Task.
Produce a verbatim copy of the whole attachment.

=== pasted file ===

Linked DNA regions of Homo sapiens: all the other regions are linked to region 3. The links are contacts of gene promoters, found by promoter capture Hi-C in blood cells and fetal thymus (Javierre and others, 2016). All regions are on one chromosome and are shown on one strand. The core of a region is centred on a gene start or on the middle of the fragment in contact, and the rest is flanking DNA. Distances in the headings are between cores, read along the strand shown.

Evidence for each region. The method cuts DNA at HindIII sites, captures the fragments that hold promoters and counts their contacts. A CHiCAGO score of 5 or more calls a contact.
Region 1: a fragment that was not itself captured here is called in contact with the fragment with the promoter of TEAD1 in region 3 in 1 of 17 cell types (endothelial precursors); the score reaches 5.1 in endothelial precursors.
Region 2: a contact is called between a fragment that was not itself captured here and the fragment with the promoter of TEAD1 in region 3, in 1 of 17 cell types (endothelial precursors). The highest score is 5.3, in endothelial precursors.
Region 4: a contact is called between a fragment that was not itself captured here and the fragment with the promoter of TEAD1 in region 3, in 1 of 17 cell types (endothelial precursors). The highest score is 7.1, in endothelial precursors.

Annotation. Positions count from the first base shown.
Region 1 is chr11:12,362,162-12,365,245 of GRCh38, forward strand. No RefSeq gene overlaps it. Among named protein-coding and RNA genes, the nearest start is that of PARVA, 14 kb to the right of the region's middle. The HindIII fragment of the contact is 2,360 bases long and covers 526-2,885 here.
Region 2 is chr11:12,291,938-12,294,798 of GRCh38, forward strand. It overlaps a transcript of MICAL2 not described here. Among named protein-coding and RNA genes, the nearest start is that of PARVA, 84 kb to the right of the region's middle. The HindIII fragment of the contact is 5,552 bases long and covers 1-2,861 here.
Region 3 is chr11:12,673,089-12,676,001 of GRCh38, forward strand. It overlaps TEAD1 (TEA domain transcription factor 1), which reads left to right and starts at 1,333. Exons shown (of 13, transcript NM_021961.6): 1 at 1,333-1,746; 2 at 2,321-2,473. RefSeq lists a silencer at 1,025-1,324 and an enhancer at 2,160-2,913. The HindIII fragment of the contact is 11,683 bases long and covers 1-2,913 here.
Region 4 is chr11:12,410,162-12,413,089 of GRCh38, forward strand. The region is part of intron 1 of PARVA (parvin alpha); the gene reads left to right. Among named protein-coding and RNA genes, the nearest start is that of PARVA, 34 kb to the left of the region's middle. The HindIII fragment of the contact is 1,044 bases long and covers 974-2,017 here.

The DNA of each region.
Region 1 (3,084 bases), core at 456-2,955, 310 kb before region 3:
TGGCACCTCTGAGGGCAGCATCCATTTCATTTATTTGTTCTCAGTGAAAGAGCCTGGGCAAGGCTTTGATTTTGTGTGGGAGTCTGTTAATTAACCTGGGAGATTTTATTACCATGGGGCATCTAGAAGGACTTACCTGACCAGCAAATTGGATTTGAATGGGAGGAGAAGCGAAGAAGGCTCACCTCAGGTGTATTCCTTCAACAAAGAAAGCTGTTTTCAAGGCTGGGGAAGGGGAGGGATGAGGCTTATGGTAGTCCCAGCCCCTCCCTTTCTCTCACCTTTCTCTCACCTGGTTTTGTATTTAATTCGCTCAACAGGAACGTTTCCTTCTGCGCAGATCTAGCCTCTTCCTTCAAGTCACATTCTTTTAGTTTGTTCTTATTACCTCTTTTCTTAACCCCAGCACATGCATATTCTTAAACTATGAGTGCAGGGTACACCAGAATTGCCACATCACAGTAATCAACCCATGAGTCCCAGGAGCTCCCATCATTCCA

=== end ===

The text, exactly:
Linked DNA regions of Homo sapiens: all the other regions are linked to region 3. The links are contacts of gene promoters, found by promoter capture Hi-C in blood cells and fetal thymus (Javierre and others, 2016). All regions are on one chromosome and are shown on one strand. The core of a region is centred on a gene start or on the middle of the fragment in contact, and the rest is flanking DNA. Distances in the headings are between cores, read along the strand shown.

Evidence for each region. The method cuts DNA at HindIII sites, captures the fragments that hold promoters and counts their contacts. A CHiCAGO score of 5 or more calls a contact.
Region 1: a fragment that was not itself captured here is called in contact with the fragment with the promoter of TEAD1 in region 3 in 1 of 17 cell types (endothelial precursors); the score reaches 5.1 in endothelial precursors.
Region 2: a contact is called between a fragment that was not itself captured here and the fragment with the promoter of TEAD1 in region 3, in 1 of 17 cell types (endothelial precursors). The highest score is 5.3, in endothelial precursors.
Region 4: a contact is called between a fragment that was not itself captured here and the fragment with the promoter of TEAD1 in region 3, in 1 of 17 cell types (endothelial precursors). The highest score is 7.1, in endothelial precursors.

Annotation. Positions count from the first base shown.
Region 1 is chr11:12,362,162-12,365,245 of GRCh38, forward strand. No RefSeq gene overlaps it. Among named protein-coding and RNA genes, the nearest start is that of PARVA, 14 kb to the right of the region's middle. The HindIII fragment of the contact is 2,360 bases long and covers 526-2,885 here.
Region 2 is chr11:12,291,938-12,294,798 of GRCh38, forward strand. It overlaps a transcript of MICAL2 not described here. Among named protein-coding and RNA genes, the nearest start is that of PARVA, 84 kb to the right of the region's middle. The HindIII fragment of the contact is 5,552 bases long and covers 1-2,861 here.
Region 3 is chr11:12,673,089-12,676,001 of GRCh38, forward strand. It overlaps TEAD1 (TEA domain transcription factor 1), which reads left to right and starts at 1,333. Exons shown (of 13, transcript NM_021961.6): 1 at 1,333-1,746; 2 at 2,321-2,473. RefSeq lists a silencer at 1,025-1,324 and an enhancer at 2,160-2,913. The HindIII fragment of the contact is 11,683 bases long and covers 1-2,913 here.
Region 4 is chr11:12,410,162-12,413,089 of GRCh38, forward strand. The region is part of intron 1 of PARVA (parvin alpha); the gene reads left to right. Among named protein-coding and RNA genes, the nearest start is that of PARVA, 34 kb to the left of the region's middle. The HindIII fragment of the contact is 1,044 bases long and covers 974-2,017 here.

The DNA of each region.
Region 1 (3,084 bases), core at 456-2,955, 310 kb before region 3:
TGGCACCTCTGAGGGCAGCATCCATTTCATTTATTTGTTCTCAGTGAAAGAGCCTGGGCAAGGCTTTGATTTTGTGTGGGAGTCTGTTAATTAACCTGGGAGATTTTATTACCATGGGGCATCTAGAAGGACTTACCTGACCAGCAAATTGGATTTGAATGGGAGGAGAAGCGAAGAAGGCTCACCTCAGGTGTATTCCTTCAACAAAGAAAGCTGTTTTCAAGGCTGGGGAAGGGGAGGGATGAGGCTTATGGTAGTCCCAGCCCCTCCCTTTCTCTCACCTTTCTCTCACCTGGTTTTGTATTTAATTCGCTCAACAGGAACGTTTCCTTCTGCGCAGATCTAGCCTCTTCCTTCAAGTCACATTCTTTTAGTTTGTTCTTATTACCTCTTTTCTTAACCCCAGCACATGCATATTCTTAAACTATGAGTGCAGGGTACACCAGAATTGCCACATCACAGTAATCAACCCATGAGTCCCAGGAGCTCCCATCATTCCA